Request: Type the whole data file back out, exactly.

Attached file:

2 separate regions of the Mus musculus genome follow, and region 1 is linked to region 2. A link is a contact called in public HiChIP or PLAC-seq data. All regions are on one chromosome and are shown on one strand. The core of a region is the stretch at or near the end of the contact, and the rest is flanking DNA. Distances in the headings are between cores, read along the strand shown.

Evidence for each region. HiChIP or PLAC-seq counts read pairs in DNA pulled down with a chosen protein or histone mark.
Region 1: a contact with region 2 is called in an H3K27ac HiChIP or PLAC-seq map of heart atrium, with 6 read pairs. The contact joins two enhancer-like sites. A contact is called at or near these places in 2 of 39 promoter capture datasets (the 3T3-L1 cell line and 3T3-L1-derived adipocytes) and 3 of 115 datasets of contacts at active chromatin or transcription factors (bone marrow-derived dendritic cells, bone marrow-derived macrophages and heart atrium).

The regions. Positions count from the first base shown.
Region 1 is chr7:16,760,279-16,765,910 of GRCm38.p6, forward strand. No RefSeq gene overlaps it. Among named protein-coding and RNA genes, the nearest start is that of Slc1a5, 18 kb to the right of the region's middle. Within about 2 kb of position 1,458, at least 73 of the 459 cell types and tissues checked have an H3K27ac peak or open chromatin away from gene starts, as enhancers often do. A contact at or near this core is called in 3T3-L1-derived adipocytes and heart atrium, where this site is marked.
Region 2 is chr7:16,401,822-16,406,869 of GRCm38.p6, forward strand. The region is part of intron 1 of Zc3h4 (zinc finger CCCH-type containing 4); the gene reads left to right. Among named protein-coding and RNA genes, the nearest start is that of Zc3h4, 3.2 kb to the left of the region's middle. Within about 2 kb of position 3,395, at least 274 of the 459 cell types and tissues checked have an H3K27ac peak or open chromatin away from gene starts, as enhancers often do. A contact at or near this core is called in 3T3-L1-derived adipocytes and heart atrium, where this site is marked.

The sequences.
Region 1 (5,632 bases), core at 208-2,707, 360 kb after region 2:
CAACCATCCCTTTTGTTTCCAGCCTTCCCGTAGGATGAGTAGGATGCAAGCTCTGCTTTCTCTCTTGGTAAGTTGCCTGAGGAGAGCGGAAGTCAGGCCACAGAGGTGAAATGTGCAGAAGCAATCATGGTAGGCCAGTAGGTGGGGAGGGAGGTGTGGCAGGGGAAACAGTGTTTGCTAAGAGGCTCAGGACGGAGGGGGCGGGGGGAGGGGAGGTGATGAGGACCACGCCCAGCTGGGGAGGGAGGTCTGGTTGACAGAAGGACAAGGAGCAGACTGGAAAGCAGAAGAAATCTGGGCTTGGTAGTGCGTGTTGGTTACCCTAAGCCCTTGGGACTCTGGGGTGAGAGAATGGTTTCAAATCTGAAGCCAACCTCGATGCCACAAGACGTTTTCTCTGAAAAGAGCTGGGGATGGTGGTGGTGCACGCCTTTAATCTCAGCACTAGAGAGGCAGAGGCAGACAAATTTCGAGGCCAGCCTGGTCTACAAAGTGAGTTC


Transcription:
2 separate regions of the Mus musculus genome follow, and region 1 is linked to region 2. A link is a contact called in public HiChIP or PLAC-seq data. All regions are on one chromosome and are shown on one strand. The core of a region is the stretch at or near the end of the contact, and the rest is flanking DNA. Distances in the headings are between cores, read along the strand shown.

Evidence for each region. HiChIP or PLAC-seq counts read pairs in DNA pulled down with a chosen protein or histone mark.
Region 1: a contact with region 2 is called in an H3K27ac HiChIP or PLAC-seq map of heart atrium, with 6 read pairs. The contact joins two enhancer-like sites. A contact is called at or near these places in 2 of 39 promoter capture datasets (the 3T3-L1 cell line and 3T3-L1-derived adipocytes) and 3 of 115 datasets of contacts at active chromatin or transcription factors (bone marrow-derived dendritic cells, bone marrow-derived macrophages and heart atrium).

The regions. Positions count from the first base shown.
Region 1 is chr7:16,760,279-16,765,910 of GRCm38.p6, forward strand. No RefSeq gene overlaps it. Among named protein-coding and RNA genes, the nearest start is that of Slc1a5, 18 kb to the right of the region's middle. Within about 2 kb of position 1,458, at least 73 of the 459 cell types and tissues checked have an H3K27ac peak or open chromatin away from gene starts, as enhancers often do. A contact at or near this core is called in 3T3-L1-derived adipocytes and heart atrium, where this site is marked.
Region 2 is chr7:16,401,822-16,406,869 of GRCm38.p6, forward strand. The region is part of intron 1 of Zc3h4 (zinc finger CCCH-type containing 4); the gene reads left to right. Among named protein-coding and RNA genes, the nearest start is that of Zc3h4, 3.2 kb to the left of the region's middle. Within about 2 kb of position 3,395, at least 274 of the 459 cell types and tissues checked have an H3K27ac peak or open chromatin away from gene starts, as enhancers often do. A contact at or near this core is called in 3T3-L1-derived adipocytes and heart atrium, where this site is marked.

The sequences.
Region 1 (5,632 bases), core at 208-2,707, 360 kb after region 2:
CAACCATCCCTTTTGTTTCCAGCCTTCCCGTAGGATGAGTAGGATGCAAGCTCTGCTTTCTCTCTTGGTAAGTTGCCTGAGGAGAGCGGAAGTCAGGCCACAGAGGTGAAATGTGCAGAAGCAATCATGGTAGGCCAGTAGGTGGGGAGGGAGGTGTGGCAGGGGAAACAGTGTTTGCTAAGAGGCTCAGGACGGAGGGGGCGGGGGGAGGGGAGGTGATGAGGACCACGCCCAGCTGGGGAGGGAGGTCTGGTTGACAGAAGGACAAGGAGCAGACTGGAAAGCAGAAGAAATCTGGGCTTGGTAGTGCGTGTTGGTTACCCTAAGCCCTTGGGACTCTGGGGTGAGAGAATGGTTTCAAATCTGAAGCCAACCTCGATGCCACAAGACGTTTTCTCTGAAAAGAGCTGGGGATGGTGGTGGTGCACGCCTTTAATCTCAGCACTAGAGAGGCAGAGGCAGACAAATTTCGAGGCCAGCCTGGTCTACAAAGTGAGTTC